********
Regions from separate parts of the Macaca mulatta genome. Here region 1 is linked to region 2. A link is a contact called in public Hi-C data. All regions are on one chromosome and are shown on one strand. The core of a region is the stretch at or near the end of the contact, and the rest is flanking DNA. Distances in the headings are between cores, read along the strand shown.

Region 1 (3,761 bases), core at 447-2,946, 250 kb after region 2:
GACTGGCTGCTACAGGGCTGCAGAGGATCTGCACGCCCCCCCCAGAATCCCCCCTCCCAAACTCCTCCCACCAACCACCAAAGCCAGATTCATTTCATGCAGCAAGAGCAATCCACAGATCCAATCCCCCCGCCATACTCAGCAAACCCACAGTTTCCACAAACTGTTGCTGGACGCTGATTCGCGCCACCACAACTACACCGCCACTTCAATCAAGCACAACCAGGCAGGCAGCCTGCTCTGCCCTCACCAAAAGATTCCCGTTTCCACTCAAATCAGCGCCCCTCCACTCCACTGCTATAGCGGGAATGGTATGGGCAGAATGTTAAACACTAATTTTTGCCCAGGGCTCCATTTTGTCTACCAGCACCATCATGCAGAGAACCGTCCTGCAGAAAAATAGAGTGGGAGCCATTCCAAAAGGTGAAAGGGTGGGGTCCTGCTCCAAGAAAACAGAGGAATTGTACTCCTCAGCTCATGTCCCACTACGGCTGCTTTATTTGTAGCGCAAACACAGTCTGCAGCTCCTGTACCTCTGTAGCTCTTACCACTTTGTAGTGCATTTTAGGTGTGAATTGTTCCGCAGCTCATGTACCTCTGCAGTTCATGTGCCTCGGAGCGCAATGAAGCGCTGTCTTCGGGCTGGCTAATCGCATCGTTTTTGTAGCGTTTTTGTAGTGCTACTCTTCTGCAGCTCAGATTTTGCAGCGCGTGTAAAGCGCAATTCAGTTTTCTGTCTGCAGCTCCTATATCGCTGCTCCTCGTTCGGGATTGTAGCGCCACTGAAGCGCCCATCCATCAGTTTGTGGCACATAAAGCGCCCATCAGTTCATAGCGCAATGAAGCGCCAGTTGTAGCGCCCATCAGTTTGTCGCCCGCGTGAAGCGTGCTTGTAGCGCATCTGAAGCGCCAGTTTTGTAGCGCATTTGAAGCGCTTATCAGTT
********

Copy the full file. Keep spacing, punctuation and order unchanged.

Regions from separate parts of the Macaca mulatta genome. Here region 1 is linked to region 2. A link is a contact called in public Hi-C data. All regions are on one chromosome and are shown on one strand. The core of a region is the stretch at or near the end of the contact, and the rest is flanking DNA. Distances in the headings are between cores, read along the strand shown.

Region 1 (3,761 bases), core at 447-2,946, 250 kb after region 2:
GACTGGCTGCTACAGGGCTGCAGAGGATCTGCACGCCCCCCCCAGAATCCCCCCTCCCAAACTCCTCCCACCAACCACCAAAGCCAGATTCATTTCATGCAGCAAGAGCAATCCACAGATCCAATCCCCCCGCCATACTCAGCAAACCCACAGTTTCCACAAACTGTTGCTGGACGCTGATTCGCGCCACCACAACTACACCGCCACTTCAATCAAGCACAACCAGGCAGGCAGCCTGCTCTGCCCTCACCAAAAGATTCCCGTTTCCACTCAAATCAGCGCCCCTCCACTCCACTGCTATAGCGGGAATGGTATGGGCAGAATGTTAAACACTAATTTTTGCCCAGGGCTCCATTTTGTCTACCAGCACCATCATGCAGAGAACCGTCCTGCAGAAAAATAGAGTGGGAGCCATTCCAAAAGGTGAAAGGGTGGGGTCCTGCTCCAAGAAAACAGAGGAATTGTACTCCTCAGCTCATGTCCCACTACGGCTGCTTTATTTGTAGCGCAAACACAGTCTGCAGCTCCTGTACCTCTGTAGCTCTTACCACTTTGTAGTGCATTTTAGGTGTGAATTGTTCCGCAGCTCATGTACCTCTGCAGTTCATGTGCCTCGGAGCGCAATGAAGCGCTGTCTTCGGGCTGGCTAATCGCATCGTTTTTGTAGCGTTTTTGTAGTGCTACTCTTCTGCAGCTCAGATTTTGCAGCGCGTGTAAAGCGCAATTCAGTTTTCTGTCTGCAGCTCCTATATCGCTGCTCCTCGTTCGGGATTGTAGCGCCACTGAAGCGCCCATCCATCAGTTTGTGGCACATAAAGCGCCCATCAGTTCATAGCGCAATGAAGCGCCAGTTGTAGCGCCCATCAGTTTGTCGCCCGCGTGAAGCGTGCTTGTAGCGCATCTGAAGCGCCAGTTTTGTAGCGCATTTGAAGCGCTTATCAGTT